Photo: Studio D
Bring together po'boy sandwiches, rum (three kinds), a Harlem apartment, and a bunch of great, well-versed pals. Result: an ode to friendship.
There was the time I leaned in too close to light an oil lamp and my hair caught fire. I saw orange specks of light and turned every which way in search of them. It felt like running after myself. When I discovered the fire was atop my head, I went to patting it out like a wild woman. Just then the doorbell rang, giving notice of my first party guest. This was bound to be a better than average night.

My Harlem poetry parties do not always begin like this, but the preparation contains some of that same intensity.

I want my friends to come and drop their cares at the doorsill. To throw a party the way I like it, I've got to get into particulars: Decide who will be there and what unique personality they will contribute; I have got to get from uptown to way down to buy shrimp with the heads on because no gumbo can survive without the juice of boiled shrimp heads to make the roux. I've got to buy three different kinds of rum: dark, white, and Jamaican, to mix the hurricane cocktails that will get people loose and walking crooked. And then there's the music: Louis's horn talking and Billie and the Wild Magnolias telling a lie.

I started giving these parties because it was a pity that none of my great friends knew each other and because the thought of my friends bringing a piece of literature as their date excited me. And this too: When I was young in New Orleans, I never invited anyone over to my raggedy, falling-down house, out of shame, and I now want to make up for all that silliness and pushing away. And calling up New Orleans spirit in Harlem is grand: the way we play when it is time, the way we summon up togetherness in the midst of things falling apart. Good parties, I suppose, are what happen when people get together and act free no matter if they're feeling it.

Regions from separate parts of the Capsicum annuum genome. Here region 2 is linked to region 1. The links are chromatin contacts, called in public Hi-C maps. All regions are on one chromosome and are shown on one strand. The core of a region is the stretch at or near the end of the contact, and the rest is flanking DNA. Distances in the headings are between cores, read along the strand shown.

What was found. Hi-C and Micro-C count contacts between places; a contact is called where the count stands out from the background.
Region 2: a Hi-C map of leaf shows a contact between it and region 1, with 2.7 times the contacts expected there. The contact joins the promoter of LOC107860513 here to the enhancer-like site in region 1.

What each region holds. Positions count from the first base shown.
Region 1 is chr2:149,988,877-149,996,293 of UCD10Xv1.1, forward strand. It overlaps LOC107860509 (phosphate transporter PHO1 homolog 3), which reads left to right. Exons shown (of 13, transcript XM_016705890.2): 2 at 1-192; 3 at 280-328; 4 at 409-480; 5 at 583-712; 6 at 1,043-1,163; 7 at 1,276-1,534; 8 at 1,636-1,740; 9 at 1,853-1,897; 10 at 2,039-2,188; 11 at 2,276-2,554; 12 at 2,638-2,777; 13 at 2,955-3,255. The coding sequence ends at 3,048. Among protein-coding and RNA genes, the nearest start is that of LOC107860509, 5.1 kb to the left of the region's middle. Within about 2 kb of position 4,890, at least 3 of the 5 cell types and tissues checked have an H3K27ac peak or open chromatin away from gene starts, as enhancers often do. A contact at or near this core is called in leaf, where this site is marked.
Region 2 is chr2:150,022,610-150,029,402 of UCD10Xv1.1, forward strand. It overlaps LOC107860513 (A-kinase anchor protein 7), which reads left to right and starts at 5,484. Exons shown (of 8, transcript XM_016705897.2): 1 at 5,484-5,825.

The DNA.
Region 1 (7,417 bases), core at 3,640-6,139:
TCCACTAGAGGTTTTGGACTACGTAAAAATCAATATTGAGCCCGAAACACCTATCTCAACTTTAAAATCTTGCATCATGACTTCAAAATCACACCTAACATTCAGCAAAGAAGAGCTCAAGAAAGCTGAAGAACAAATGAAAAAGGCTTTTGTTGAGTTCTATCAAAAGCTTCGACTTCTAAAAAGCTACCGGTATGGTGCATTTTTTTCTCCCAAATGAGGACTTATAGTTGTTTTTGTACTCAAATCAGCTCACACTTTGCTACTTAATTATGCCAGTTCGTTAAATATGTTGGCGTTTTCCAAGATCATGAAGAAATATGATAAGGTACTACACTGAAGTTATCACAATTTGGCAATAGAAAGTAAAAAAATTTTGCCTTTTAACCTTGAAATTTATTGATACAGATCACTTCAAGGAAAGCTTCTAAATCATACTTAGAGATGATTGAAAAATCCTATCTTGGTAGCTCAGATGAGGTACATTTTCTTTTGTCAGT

When there's no gumbo, there will be shrimp po'boy sandwiches or étouffée. Daffodil and Rodney and their body-shaking laughter will be in the corner holding court. We always get carried away. Around midnight, the most time-conscious among us will say, "The readings." Oh, right! We gather ourselves upstairs in the dimly lit parlor, and if it's cold the fireplace will be lit. I'll begin by reading a June Jordan poem called "Some of Us Did Not Die." And then our guests of honor will show themselves.

One night my neighbor James, sunk into the long trenchcoat he wore, came suddenly alive, reciting from Shakespeare's Othello. He swept around our small circle, gesturing with a flourish and putting his words close to our ears. We did not let him quit. And then there was the time someone read lines from Ingmar Bergman's Fanny and Alexander, and another read from T.S. Eliot's "The Waste Land." And there was James Baldwin and Nikki Giovanni and Walt Whitman. One time my Russian friend, Mira, sang Edith Piaf–style, "Je Ne Regrette Rien" ("I regret nothing"), and we hung on each and every note.

Charlie from New Orleans unfurls his umbrella the moment the readings end and I get underneath it, and together, to brass band music, we dance out our longing for home. My very professional friend Meghan will do her acrobatic dance where she slinks around, hovering right above the floor, and others will follow and become the movie characters they always wanted to be. Those who are shy will watch, thinking, "I would if I could."

After a bit, Bessie Smith will be telling the "Bye Bye Blues." People slip out the way they slipped in. Those too comfortable to go will stay, sleeping in chairs, heads back, mouths open. In the morning, they will wake asking their whereabouts. I will be left to wander the house, pieces of cheesecake and poetry lying about.

Here in Burundi, where I live now, there is less to work with. But last week I put on a fete: It was a pitch-black night, and we were seated in the garden of my house. There were candles lit, not out of any romantic notion but because I hadn't had electricity for two days. Crepes, bony chicken, and whiskey instead of shrimp. People told stories so good we beat our knees in laughter—and up above, a vast, star-filled sky. The wind blew the flames to shaky flickering; we kept on. There are no books to be had here in this country, where nearly half cannot read, and so the music and the storytelling were our literature. African songs about peace and of magic women. All of which had me thinking back to Harlem and fire, those circles of friends and the words we carried.

Oh, how we took each other in!

A former program developer for African Public Radio in Burundi, Sarah Broom recently returned home to New Orleans.


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